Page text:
Back to the office: Four tips to achieve work-life harmony
With the recent announcement that up to 75 per cent of staff can return to the workplace, for some of us, the transition back to working in the office can take a toll on our mental health.
Pre-pandemic, Singapore was already the second most overworked city out of 40 other cities, and among the bottom 10 for work-life balance, according to a 2019 study ! How can employees regain their work-life (or office-life) balance and maintain good mental health as they return back to the office?
1) Know your limits, take sufficient breaks
The human body is not designed to toil indefinitely. Even machines need regular servicing and maintenance checkpoints to keep them running efficiently!
Learn to identify signs of fatigue or burnout and when to take a break. It could be a day, a week, or a month, it is different for everyone and it changes depending on various factors. However long you need, take the time to disconnect, recharge and engage in activities that nourish your physical and mental health.
“Dip in effectiveness and productivity, and errors, are often the first signs that employees are not taking appropriate breaks at intervals. This may be accompanied by a sense of dullness and apathy towards their responsibilities. Negative thoughts and constant complaining is also likely to arise from this state,” – Dr Tan Hwee Sim, Specialist in Psychiatry & Consultant, Raffles Counselling Centre.
2) Get organised, set boundaries
Time is precious. Plan your day and guard your schedule to avoid distractions. Implement these time management tips and get the most out of your day:
- Prioritise your tasks each day and make to-do lists
- Avoid multi-tasking, you are actually spending more time on each activity and being less productive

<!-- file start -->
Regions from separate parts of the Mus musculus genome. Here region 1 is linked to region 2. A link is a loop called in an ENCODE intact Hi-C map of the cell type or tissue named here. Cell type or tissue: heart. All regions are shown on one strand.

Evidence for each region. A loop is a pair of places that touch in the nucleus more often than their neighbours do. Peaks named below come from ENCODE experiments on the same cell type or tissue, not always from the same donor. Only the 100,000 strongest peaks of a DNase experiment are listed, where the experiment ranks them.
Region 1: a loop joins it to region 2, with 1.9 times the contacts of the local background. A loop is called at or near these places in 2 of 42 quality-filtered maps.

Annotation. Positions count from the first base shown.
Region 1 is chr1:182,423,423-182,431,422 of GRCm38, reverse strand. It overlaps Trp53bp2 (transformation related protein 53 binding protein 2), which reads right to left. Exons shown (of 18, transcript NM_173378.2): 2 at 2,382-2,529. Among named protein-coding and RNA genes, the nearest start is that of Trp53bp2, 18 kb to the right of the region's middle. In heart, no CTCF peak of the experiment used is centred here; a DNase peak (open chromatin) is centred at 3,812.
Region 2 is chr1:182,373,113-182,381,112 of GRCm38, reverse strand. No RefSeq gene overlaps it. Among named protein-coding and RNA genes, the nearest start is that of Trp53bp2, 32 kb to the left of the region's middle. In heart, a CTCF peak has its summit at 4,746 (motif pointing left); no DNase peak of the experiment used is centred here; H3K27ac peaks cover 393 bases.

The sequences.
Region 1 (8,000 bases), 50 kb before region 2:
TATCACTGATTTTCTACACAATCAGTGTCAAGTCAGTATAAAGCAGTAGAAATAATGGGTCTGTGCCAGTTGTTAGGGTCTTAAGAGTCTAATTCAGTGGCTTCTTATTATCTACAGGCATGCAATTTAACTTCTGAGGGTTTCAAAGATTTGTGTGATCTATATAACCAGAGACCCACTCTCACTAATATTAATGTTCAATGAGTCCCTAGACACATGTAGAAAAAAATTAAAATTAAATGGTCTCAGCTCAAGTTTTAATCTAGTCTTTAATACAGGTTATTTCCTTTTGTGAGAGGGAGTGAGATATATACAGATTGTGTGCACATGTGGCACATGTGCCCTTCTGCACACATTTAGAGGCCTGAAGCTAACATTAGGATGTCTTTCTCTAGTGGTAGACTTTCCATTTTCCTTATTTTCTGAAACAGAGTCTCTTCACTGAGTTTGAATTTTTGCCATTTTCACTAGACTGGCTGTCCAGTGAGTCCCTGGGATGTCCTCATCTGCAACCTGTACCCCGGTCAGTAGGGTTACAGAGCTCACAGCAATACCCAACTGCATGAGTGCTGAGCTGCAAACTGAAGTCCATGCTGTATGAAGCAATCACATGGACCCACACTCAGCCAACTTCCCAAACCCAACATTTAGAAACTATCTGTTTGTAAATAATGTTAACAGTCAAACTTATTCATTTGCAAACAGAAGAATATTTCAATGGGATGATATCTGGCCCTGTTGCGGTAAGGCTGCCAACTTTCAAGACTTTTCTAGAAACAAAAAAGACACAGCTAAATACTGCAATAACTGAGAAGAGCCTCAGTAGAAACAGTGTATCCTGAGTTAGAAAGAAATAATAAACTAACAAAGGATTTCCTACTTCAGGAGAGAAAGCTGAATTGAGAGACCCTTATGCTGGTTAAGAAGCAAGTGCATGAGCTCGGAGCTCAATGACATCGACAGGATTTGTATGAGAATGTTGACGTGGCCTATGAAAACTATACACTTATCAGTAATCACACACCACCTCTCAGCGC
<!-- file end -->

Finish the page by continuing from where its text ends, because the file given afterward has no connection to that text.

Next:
- Keep work discussions concise, you do not have to do video calls or physical meetings all the time
- Respect your colleagues’ off-work hours
- Be present, spend quality time with your loved ones when it is after-work hours
- If you need to, return to work only after you are well-rested
3) Go flexi, explore your options
More companies are aware of the importance of flexible working arrangements. If you are struggling to balance the stressors of life and work, and going back to the office, ask if you can opt for flexible hours, continue remote working over fewer days in the week, or explore part-time employment.
4) Live healthily
Leading a healthy lifestyle is important for your health. After all the hard work, find time to eat right, exercise and sleep well. By using your non-work hours to engage in activities that help keep you healthy, you can perform better when back at work.
Advice from our doctors
Dr Melvyn Wong, Director, Raffles Physicians, shares, “I think we should acknowledge that a clear cut off between work and life does not exist; they are not mutually exclusive entities and once in a while life does encroach into your work and vice versa. Being at peace with that helps you cope better when the two spheres clash.”
Dr Joshua Kua, Specialist in Psychiatry & Consultant, Raffles Counselling Centre shares, “Although work has intrinsic value, I avoid letting it be the sole determinant of my identity and purpose. I also try to guard against the trappings of ‘Busy-ism’, hedonism and materialism. I believe in the eudaimonic approach in life which focuses on meaning and self-realisation. I ensure that other aspects of my life such as spending time with my family and friends, doing pro bono work, activities to enhance my well-being such as exercise, reading, and quiet contemplation are also significant part of my life.”
“If you are an employer, make the effort to check in with your employees. You stand to reap the long-term benefits of a happy and healthy team!”
Benefits of ensuring work-life balance for your employees:
- Increased productivity
- Improved employee engagement and satisfaction
- Improved attraction and retention of talent
- Improved customer experience
- Reduced healthcare
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